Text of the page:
Few things diminish a nation more than the silencing of the voice of conscience. Especially when that voice uses neither stridency, not invective to bring down the wrong-doer, but the syllables through which truth of ideas and events are unravelled.
I have been an avid reader of Pratap Bhanu Mehta’s columns in the Indian Express, notwithstanding my negligible retina. This for the obvious reason that, among now a plethora of avoidable readings, Mehta’s has been an unrelenting voice on behalf of the right and proper. Written with panache, his offerings comprise a saga of truth-telling, rooted in impeccable scholarship and uncompromised human concern.
This may be a cruel thing to say to the trustees of Ashoka University, but I have not the least doubt that Mehta’s voice will continue to resonate far and wide long after the university has lost the fibre that made of it a valued centre of liberal learning.
The Mehta case renews that old debate: should outstandingly truthful intellectuals at all seek to be part of institutions whose commitment, however trumpeted, to freedom of thought remains questionable. Mehta clearly found out that they should not, and the fact that he severed his ties with such bold and clearly enunciated principle makes him an icon for all those still weighing their options.
Equally, the fact that the Indian Express, with a pedigree of standing up for the all-important value of free speech and the autonomy of the mind, stood by him must bring hope and courage to all those whose allegiance to constitutional fundamentals continues to be unmitigated.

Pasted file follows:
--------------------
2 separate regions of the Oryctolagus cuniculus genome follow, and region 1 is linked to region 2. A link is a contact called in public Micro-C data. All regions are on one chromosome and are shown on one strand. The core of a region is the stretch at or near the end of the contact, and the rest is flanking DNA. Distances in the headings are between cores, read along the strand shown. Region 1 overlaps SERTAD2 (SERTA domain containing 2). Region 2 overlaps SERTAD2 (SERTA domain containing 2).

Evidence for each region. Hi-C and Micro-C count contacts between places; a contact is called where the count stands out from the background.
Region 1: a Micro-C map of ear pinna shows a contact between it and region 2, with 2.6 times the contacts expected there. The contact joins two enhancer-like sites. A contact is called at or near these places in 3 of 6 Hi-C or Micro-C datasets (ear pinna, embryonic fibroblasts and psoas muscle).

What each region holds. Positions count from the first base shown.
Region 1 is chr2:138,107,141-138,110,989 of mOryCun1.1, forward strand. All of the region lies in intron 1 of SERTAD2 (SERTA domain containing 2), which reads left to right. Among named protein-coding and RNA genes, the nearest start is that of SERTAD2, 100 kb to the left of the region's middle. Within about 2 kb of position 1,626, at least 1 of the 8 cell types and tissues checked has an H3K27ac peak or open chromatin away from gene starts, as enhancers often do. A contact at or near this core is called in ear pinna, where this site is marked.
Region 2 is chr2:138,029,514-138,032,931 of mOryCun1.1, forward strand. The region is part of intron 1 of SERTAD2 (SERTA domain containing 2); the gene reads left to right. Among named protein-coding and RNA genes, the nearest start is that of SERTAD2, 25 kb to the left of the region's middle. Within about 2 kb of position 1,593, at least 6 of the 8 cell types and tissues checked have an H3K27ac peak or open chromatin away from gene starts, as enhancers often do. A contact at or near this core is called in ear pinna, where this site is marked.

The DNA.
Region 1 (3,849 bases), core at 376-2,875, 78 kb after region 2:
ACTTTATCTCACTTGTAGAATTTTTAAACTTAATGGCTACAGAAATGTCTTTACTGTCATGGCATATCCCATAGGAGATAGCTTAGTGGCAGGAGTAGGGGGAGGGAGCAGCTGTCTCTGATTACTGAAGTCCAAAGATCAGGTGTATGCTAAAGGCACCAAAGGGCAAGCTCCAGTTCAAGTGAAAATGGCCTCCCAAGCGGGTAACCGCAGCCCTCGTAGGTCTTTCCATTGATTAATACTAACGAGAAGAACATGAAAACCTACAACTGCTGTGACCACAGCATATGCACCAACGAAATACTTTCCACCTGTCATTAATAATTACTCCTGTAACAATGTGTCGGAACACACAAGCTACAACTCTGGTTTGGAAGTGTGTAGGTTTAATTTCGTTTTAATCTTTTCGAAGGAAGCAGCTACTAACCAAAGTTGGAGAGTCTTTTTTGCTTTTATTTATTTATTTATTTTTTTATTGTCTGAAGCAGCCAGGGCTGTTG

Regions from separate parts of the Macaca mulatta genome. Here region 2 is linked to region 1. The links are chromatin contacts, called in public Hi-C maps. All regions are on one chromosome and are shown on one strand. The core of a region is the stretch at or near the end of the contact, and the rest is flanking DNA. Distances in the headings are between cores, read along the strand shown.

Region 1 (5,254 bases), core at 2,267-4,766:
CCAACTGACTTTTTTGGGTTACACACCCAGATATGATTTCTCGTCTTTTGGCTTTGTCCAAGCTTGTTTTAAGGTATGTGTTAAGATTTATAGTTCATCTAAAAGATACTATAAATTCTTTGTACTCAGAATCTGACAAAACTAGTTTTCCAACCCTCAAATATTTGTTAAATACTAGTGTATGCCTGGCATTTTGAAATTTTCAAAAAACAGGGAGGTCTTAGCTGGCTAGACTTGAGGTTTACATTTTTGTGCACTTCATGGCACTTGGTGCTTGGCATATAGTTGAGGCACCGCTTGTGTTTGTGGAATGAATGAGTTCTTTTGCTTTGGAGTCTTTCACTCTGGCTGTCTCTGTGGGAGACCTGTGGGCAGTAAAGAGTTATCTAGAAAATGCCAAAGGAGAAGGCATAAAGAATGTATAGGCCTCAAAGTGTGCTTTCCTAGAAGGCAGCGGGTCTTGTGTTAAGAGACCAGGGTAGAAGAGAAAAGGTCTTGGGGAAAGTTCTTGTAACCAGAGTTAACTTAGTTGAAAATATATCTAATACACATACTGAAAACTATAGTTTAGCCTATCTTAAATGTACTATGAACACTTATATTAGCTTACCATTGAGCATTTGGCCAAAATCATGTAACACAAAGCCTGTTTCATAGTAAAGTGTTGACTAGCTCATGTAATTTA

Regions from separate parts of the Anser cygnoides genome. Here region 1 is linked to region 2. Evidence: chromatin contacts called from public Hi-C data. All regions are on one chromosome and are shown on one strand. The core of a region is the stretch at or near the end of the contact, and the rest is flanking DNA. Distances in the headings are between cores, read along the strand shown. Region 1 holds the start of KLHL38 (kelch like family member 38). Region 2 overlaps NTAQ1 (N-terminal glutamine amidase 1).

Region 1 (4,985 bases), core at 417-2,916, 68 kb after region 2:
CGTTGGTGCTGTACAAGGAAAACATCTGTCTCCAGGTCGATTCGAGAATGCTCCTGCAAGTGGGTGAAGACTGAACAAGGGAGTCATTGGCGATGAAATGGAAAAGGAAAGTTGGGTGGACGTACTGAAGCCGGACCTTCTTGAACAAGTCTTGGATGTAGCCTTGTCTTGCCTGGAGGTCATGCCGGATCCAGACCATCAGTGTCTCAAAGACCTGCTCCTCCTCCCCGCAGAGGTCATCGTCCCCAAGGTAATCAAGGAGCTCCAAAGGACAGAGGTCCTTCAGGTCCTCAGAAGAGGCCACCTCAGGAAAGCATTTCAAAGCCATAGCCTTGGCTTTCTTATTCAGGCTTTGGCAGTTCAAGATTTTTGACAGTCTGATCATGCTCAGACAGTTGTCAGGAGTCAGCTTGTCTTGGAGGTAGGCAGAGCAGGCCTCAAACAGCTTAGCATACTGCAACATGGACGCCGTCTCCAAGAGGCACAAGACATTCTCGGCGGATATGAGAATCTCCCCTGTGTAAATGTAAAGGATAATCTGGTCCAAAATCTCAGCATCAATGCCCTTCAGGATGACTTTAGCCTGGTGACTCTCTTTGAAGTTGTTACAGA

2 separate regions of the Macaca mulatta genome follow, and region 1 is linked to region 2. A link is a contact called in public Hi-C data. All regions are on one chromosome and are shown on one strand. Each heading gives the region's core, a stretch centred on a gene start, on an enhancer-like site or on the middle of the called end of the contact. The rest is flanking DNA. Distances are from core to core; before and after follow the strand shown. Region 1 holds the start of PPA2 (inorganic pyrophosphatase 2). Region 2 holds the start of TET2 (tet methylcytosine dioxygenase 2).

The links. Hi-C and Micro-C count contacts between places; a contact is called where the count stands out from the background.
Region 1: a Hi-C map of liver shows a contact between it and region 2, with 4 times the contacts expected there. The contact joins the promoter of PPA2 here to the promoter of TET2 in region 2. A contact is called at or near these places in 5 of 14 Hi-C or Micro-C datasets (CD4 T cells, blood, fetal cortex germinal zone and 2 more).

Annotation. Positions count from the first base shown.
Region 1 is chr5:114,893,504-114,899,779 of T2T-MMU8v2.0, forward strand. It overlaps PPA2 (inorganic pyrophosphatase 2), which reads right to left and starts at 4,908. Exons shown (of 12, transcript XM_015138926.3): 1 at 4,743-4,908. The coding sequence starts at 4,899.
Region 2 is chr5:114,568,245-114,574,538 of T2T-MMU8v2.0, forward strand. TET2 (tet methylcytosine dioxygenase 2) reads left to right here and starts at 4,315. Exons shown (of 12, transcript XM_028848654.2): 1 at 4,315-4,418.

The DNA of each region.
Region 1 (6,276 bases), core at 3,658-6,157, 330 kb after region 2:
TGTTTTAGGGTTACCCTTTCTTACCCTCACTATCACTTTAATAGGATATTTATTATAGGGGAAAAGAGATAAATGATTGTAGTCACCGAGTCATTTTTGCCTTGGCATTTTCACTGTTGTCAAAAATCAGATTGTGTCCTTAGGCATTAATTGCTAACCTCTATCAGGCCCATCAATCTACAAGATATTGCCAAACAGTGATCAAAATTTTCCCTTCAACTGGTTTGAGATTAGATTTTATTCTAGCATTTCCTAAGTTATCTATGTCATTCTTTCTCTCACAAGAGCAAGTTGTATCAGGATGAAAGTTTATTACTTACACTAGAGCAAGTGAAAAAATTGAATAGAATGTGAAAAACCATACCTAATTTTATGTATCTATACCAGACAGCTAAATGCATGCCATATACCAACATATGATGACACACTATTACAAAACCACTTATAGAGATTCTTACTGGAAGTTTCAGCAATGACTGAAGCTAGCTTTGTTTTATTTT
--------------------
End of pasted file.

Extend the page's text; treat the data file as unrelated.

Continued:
Perhaps the ones most to be applauded are the students of Ashoka University who, although alumni of a private teaching organisation, were quick to read the import of Mehta’s dilemma, and the meaning of that dilemma for their own intellectual growth, emerged bold to come out on the side of the existential right to free expression without conditions attached.
As to the government of the day, they are clearly without remorse. Indeed, the NITI Aayog has now been charged with the task to evolve strategies to “regulate civil society organisation“, ostensibly for reasons of protecting the realm from the intellectual and social loose talk, however that may be conceived to improve the state of the nation.
Clearly, when a scion of the far-right says that for two hundred years India was colonised by America, where is the need for universities to butt in. Incidentally, this may tell us why the far-right never raised its voice against the British: quite simply, they did not colonise India; it was the Americans, moron.
After all, for them, frayed jeans, frayed at the knees, is America’s cultural export to Bharat aimed, no doubt, at compromising the moral intelligence of Indian women. The showing of a female knee is disastrous; the male version hardly carries the same menace. After all, until the other day, members of the RSS sported shorts, did they not? All without scaling down the female psyche. This for the simple reason that the female has nary an erotic gene in their biology — Nature’s thoughtful boon to a male-dominated world.
If the statement about the US brought us knowledge of modern history, the ancient part had preceded the lesson: were we not taught how Alexander, the Macedon, met his comeuppance in Bihar?
After such knowledge, you may well wonder, where is the need for a Pratap Bhanu Mehta? India may be the only country where politicians double up as teachers of academic and historical learning – all on the trot.
That too makes Bharat great. But, in the meanwhile, we will continue to read Mehta to see if he has better things to offer.
Badri Raina has taught at Delhi University.